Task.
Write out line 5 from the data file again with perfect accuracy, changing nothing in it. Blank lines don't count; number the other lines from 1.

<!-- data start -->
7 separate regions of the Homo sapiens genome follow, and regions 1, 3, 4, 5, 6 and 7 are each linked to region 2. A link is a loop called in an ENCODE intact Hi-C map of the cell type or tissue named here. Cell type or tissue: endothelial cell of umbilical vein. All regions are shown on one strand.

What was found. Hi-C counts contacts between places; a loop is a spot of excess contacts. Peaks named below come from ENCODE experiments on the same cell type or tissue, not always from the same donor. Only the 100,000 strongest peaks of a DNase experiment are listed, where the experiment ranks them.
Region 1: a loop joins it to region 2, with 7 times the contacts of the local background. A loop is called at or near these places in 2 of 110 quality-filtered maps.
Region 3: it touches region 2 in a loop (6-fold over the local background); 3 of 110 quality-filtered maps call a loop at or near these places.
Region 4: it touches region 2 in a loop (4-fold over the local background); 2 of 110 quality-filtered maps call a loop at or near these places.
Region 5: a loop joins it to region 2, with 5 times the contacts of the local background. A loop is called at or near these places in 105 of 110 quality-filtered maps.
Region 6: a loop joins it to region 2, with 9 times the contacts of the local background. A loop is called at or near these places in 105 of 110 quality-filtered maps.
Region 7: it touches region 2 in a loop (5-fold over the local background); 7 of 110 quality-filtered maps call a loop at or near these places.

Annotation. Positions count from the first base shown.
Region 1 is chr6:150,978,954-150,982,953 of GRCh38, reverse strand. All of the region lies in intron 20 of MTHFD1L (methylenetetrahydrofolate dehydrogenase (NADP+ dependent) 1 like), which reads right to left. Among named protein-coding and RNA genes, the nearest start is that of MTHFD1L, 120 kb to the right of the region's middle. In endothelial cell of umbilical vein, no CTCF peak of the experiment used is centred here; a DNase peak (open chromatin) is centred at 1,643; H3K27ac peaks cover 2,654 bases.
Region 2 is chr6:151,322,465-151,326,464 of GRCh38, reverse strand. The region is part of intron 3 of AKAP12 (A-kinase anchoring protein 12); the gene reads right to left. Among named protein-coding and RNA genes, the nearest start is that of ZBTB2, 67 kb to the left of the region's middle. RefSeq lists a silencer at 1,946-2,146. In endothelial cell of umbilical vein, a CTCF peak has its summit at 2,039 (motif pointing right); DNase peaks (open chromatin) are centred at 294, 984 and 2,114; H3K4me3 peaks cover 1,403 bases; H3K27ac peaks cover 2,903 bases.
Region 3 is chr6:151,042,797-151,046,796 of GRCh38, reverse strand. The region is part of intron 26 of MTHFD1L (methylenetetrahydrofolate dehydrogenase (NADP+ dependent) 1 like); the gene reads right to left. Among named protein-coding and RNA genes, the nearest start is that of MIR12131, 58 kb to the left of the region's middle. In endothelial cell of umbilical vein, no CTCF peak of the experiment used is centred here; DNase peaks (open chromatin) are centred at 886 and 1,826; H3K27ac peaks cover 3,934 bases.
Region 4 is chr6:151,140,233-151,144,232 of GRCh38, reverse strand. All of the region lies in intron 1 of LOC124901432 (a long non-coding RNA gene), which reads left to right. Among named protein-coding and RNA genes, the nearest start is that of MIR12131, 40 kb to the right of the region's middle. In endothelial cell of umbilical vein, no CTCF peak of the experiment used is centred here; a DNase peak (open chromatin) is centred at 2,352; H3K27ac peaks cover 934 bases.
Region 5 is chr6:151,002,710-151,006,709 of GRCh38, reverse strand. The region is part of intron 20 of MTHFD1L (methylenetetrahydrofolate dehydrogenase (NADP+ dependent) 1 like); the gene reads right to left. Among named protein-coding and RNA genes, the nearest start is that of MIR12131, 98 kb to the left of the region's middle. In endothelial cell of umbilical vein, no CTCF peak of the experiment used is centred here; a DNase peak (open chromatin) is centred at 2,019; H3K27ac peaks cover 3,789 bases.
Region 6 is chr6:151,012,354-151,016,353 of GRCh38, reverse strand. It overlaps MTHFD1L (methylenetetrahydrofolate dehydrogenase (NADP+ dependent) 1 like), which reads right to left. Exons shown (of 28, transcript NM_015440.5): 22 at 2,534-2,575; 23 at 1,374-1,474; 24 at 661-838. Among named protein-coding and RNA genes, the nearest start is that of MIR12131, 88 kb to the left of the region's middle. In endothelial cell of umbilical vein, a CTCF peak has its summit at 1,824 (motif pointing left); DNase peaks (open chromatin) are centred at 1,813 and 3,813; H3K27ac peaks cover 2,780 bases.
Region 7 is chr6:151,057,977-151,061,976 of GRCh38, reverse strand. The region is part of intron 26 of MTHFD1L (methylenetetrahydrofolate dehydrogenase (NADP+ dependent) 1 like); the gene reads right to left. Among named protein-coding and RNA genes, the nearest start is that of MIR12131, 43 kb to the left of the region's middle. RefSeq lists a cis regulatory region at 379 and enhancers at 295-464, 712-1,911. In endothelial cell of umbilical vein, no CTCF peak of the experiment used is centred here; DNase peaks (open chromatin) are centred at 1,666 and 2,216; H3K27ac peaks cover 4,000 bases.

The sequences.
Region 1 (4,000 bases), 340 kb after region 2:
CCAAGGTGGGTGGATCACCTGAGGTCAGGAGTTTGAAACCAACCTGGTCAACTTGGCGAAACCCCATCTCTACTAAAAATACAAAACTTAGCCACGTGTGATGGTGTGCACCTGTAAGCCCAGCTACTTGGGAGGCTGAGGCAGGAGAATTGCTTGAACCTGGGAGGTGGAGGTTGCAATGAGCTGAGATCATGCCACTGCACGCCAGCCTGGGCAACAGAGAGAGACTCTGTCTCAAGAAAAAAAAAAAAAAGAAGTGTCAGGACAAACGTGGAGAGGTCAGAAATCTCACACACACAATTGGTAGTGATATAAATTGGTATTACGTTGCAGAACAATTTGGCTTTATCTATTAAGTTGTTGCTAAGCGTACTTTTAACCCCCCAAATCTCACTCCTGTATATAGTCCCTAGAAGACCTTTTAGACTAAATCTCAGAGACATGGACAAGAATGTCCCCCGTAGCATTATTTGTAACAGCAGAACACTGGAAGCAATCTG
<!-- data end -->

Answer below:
Region 4: it touches region 2 in a loop (4-fold over the local background); 2 of 110 quality-filtered maps call a loop at or near these places.